2. 8 points
    The first one, you can say “发呆”。 You can say “茫然”, it's an adjective. If you want a verb, you can say “茫然地+do sth.……” It depends on the context. You can say 盯着sb.(spoken) or 凝视sb(written language) You can say “生气地盯着sb.” or a word “怒视”。
  3. 6 points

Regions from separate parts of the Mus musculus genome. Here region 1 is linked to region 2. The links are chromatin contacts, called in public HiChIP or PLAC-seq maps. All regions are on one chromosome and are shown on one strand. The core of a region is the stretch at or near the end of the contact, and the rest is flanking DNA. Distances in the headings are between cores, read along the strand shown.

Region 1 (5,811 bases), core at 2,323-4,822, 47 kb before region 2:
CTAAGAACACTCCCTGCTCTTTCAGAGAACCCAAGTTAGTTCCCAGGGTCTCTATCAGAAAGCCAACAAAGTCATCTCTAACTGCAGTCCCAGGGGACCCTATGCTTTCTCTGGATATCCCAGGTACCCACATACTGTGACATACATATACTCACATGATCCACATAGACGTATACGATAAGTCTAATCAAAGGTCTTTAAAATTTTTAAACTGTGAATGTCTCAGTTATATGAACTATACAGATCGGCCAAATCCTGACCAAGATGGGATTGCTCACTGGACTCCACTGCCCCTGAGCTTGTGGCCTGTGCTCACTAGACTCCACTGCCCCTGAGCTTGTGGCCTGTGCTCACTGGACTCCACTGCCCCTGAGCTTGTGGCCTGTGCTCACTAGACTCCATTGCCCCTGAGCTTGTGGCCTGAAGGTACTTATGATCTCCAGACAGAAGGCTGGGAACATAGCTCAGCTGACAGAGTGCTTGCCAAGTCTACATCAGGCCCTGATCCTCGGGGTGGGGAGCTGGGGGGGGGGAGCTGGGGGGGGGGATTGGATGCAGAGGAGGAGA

Kunming is best known for its flowering trees that begin blooming very early in spring, often defying light night frost to do so. But last week I found a fine blaze or two of fall color in another of Kunming's minor parks, this one called Lotus Pool Park 莲花池公园。It's easy to get to and free, virtually undiscovered by tourists, although enjoyed with great regularity by locals. I entered by a back way, having ridden the number 29 Bus, and the first thing I saw inside the gate was an elderly man practicing water calligraphy 水书法 on the slate paving stones of the open courtyard. I watched from a respectful distance and snapped a couple of discrete photos. The gentleman looked up and saw me, took off his hat and walked over. Was I going to be chewed out and reprimanded for invading his solitary space? Had I broken some unwritten rule? Rather gruffly he asked, "Can you read it?" I smiled and took a stab at doing so. The writing was very clear and precise, not really difficult to follow. I stumbled over one or two words, and he gave me appropriate prompts. He moved very close now, face to face, took off his dark sunglasses and hit me with the crucial follow up question, "But can you understand it? Do you know what it means?" Well, I floundered for 10 or 15 seconds before confessing my ignorance. "Do you remember when Liu Bei 刘备 met with Zhuge Liang 诸葛亮 before the founding of Shu Han 蜀汉 and they swore to...." Well, he was off on a rapid reprise of the history of the Three Kingdoms that was well over my head, though I did catch a reference to the evil Cao Cao 曹操 from the north, to which I nodded vigorously. What he had inscribed on the ground with his wet pen, had to do with these matters. He walked me up and down the two columns of rapidly disappearing characters, pointing with emphasis to some of them, wanting me to repeat those key terms out loud, perhaps so I would remember them better. Eventually, I told him I had to meet some other friends deeper inside. Thanked him, he wanted to shake hands, which I found a little unusual. Had I just become his disciple 徒弟? It's always a treat to meet a genuine enthusiast; someone who cares strongly about any given subject, and I had just unwittingly managed to do that. Good start to the day. The park is not so densely forested as to prevent glimpses of tall building nearby, easily seen through the coloring foliage. Night-time temperatures so far have not been below freezing, so the color change of the leaves has been subtle in most species. Parts of the park are high on a hill, while other surround a quiet lake. It is dotted throughout with small and medium sized gazebos where people gather to chat, sing, play music, drink tea and just enjoy being outside with nature. I was there on a weekday, so the park was not crowded. Games were available for kids. Here a stand sold plaster of Paris molds which children could paint wildly, expressing their creativity after first putting on a disposable artist's smock. Some people did slow solo Tai Chi 太极拳, like this gentleman, which to me looked more like a moving meditation than an actual exercise workout. Soon I found a bridge that crossed a stream which fed into the lake. Small footbridges like this are always a feature of Chinese parks, embodying "crossing over" symbolism as well as simple functionality. Supposedly this stream, and others, were once fed by strong springs. Now they are just a trickle, but the runoff from the lake still goes into Panlong River 盘龙江, snaking through the downtown part of Kunming. Volunteers, some with red arm-bands, netted debris out of the lake. One could rent paddle boats or slow-speed electric boats by the hour. Families posed by the water, snapping memory-album photos against the backdrop of the pagoda, which rose across another arched footbridge. I met 5 middle-aged ladies fashionably dressed and out for a walk, full of giggles and laughter, jockeying for flattering selfie positions on the low steps of the pagoda. I later briefly got roped into being their group photographer. A few patient fishermen had their lines in the water, protected by large conical bamboo hats. I didn't see any "big catch" action, in fact, I didn't witness even a nibble. A concessionaire had tables set up which provided a pleasant view. He would provide cards, Chinese chess 象棋, or ma jiang tiles 麻将 for a small fee. I sat a while and sipped a tall glass of tea. One could have green tea or red for 10 Yuan with a tall thermos of hot water off to the side for free refills. Pu'er tea cost a little more, because it needed actual brewing. I sipped a very decent biluochun 碧螺春 while listening to a small group of musicians rehearsing nationalistic songs off to my right. It was approaching lunchtime and I wanted to move on. Crossed a different bridge and exited at the main gate. No bus stops were handy for any of the lines that would take me where I wanted to go, so I rented one of the public bicycles for 1 Yuan and peddled away. Another pleasant small-scale taste of Kunming beauty. Life can be good here if you let it.